• Successfully complete addition & subtraction problems with positive and negative numbers
    • Compute sums using Excel
    • Interpret multiplication as repeated addition
    • Correctly apply multiplication and division skills
    • Interpret exponents as repeated multiplication
    • Demonstrate correct use of exponents in calculations
    • State and correctly apply the order of operations
    • Compute Percentages
    • Apply inequality symbols to demonstrate comparative sizes in quantities
  • Unit Conversion (4 contact hours)
    • Convert units by multiplying and dividing
    • Convert units using dimensional analysis
    • Convert units involving rates
    • Find conversion factors for square and cubic units
  • Reasoning (1 contact hour)
    • Recognize patterns and use them to make predictions
    • Approximate square roots
  • Expressions (2 contact hours)
    • Write and interpret expressions
    • Identify when it’s appropriate to add quantities
    • Combine expressions using addition, subtraction, and multiplication
    • Evaluate expressions using provided values for variables
  • Problem Solving (4 contact hours)
    • State and describe the four steps in Polya’s problem-solving procedure
    • Solve problems using a diagram
    • Solve problems using trial-and-error
    • Solve problems requiring using numerical calculations
    • Construct and use equations to solve applied problems
    • Produce a table and/or graph to illustrate a problem
  • Variation (4 contact hours)
    • Identify quantities that vary directly
    • Identify quantities that are related by inverse variation
    • Write and use variation equations
    • Write and use inver variation equations
    • Solve problems involving direct and inverse variation
  • Quadratic Equations and Expressions (5 contact hours)
    • State the qualities that identify a graph as parabollic
    • Identify a graph that is parabolic
    • Identify solutions to problems using the graph of a quadratic equation
    • Identify quadratic functions and quadratic equations
    • Apply the quadratic formula to solve a quadratic equation
    • Produce the vertex of a parabola from a graph or equation
    • Use quadratic functions to illustrate and study physical phenomena
    • Describe what factoring is and explain why it’s useful in algebra
    • Use techniques to factor expressions
  • Growth and Decay (5.5 contact hours)
    • Distinguish between linear and exponential growth
    • Identify simple interest and know that it is an example of linear growth
    • Identify complex interest and know that it is an example of exponential growth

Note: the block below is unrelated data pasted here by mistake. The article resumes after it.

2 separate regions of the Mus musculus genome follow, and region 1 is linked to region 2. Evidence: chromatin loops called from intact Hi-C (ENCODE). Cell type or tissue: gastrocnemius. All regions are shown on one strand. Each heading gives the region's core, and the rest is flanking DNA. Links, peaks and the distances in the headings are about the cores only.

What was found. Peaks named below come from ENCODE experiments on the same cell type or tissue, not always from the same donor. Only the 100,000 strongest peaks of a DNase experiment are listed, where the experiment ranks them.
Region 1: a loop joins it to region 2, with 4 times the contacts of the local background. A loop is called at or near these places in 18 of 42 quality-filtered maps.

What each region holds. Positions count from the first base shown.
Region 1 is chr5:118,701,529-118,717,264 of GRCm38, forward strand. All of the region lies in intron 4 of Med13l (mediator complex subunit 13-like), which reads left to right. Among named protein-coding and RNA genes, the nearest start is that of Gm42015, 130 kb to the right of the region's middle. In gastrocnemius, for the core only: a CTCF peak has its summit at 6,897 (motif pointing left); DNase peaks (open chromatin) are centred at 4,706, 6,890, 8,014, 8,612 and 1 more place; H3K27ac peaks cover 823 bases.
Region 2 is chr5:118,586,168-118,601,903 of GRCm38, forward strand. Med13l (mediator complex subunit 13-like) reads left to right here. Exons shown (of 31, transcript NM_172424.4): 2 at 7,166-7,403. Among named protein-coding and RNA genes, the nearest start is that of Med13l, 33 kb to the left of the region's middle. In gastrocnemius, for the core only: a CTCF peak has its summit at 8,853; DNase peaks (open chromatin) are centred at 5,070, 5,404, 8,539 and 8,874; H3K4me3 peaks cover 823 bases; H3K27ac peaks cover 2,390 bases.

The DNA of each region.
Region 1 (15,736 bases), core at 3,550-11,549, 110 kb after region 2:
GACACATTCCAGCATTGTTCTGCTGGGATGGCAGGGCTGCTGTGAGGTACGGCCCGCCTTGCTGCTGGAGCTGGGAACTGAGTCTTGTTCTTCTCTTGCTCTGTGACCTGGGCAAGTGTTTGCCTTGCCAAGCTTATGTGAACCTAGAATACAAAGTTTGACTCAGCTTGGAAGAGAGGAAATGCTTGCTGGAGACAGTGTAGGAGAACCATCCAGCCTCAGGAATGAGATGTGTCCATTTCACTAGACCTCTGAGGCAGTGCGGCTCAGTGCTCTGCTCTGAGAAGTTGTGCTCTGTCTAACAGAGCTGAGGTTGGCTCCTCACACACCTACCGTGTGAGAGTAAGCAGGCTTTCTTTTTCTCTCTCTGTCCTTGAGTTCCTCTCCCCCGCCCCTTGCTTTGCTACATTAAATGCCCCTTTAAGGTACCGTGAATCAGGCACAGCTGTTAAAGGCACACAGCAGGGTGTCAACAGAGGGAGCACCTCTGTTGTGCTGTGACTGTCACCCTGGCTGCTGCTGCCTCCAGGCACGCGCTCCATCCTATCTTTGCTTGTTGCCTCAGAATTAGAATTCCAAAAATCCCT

• Distinguish between simple and compound interest
    • Construct expressions to calculate simple interest over time
    • Construct expressions to calculate compound interest over time
    • Identify solutions for exponential growth and decay using graphs
  • Maps and scale (2.5 contact hours)
    • Interpret and apply scale in models and maps
    • Contrast and convert percentages and scales
    • Interpret contour maps and calculate grade
  • Systems of equations (3.5 contact hours)
    • Decide when one option is better by constructing and evaluating tables
    • Decide when one option is better from graphs
    • Decide when one option is better using calculations and inequalities
  • Relative difference and relative error (2 contact hours)
    • Compare difference to relative difference
    • Calculate relative difference
    • Apply and calculate relative error
  • Measures of average, standard deviation, and normal distribution (5 contact hours)
    • Calculate and interpret measures of average
    • Describe the meaning of standard deviation
    • Recognize normal distribution graphs
    • Calculate values related to a mean and standard deviation in the normal distribution
    • Understand and apply the Empirical Rule


CHBA: Online program that includes an e-book copy of Pathways to Math Literacy, Sobecki and Mercer,2nd ed

TI-83/83+ or TI-84/84+ calculator

See bookstore website for current book(s) at

Tests & Quizzes
General Assessment
Final Exam

Grade Scale:
A- 90-100%
B- 80-89%
C- 70-79%
D- 60-69%
F- 00-59%


Membership in the DACC community brings both rights and responsibility. As a student at DACC, you are expected to exhibit conduct compatible with the educational mission of the College. Academic dishonesty, including but not limited to, cheating and plagiarism, is not tolerated. A DACC student is also required to abide by the acceptable use policies of copyright and peer-to-peer file sharing. It is the student’s responsibility to become familiar with and adhere to the Student Code of Conduct as contained in the DACC Student Handbook. The Student Handbook is available in the Information Office in Vermilion Hall and online at:

Any student who feels s/he may need an accommodation based on the impact of a disability should contact the Testing & Academic Services Center at 217-443-8708 (TTY 217-443-8701) or stop by Cannon Hall Room 103. Please speak with your instructor privately to discuss your specific accommodation needs in this course.

Fall 2019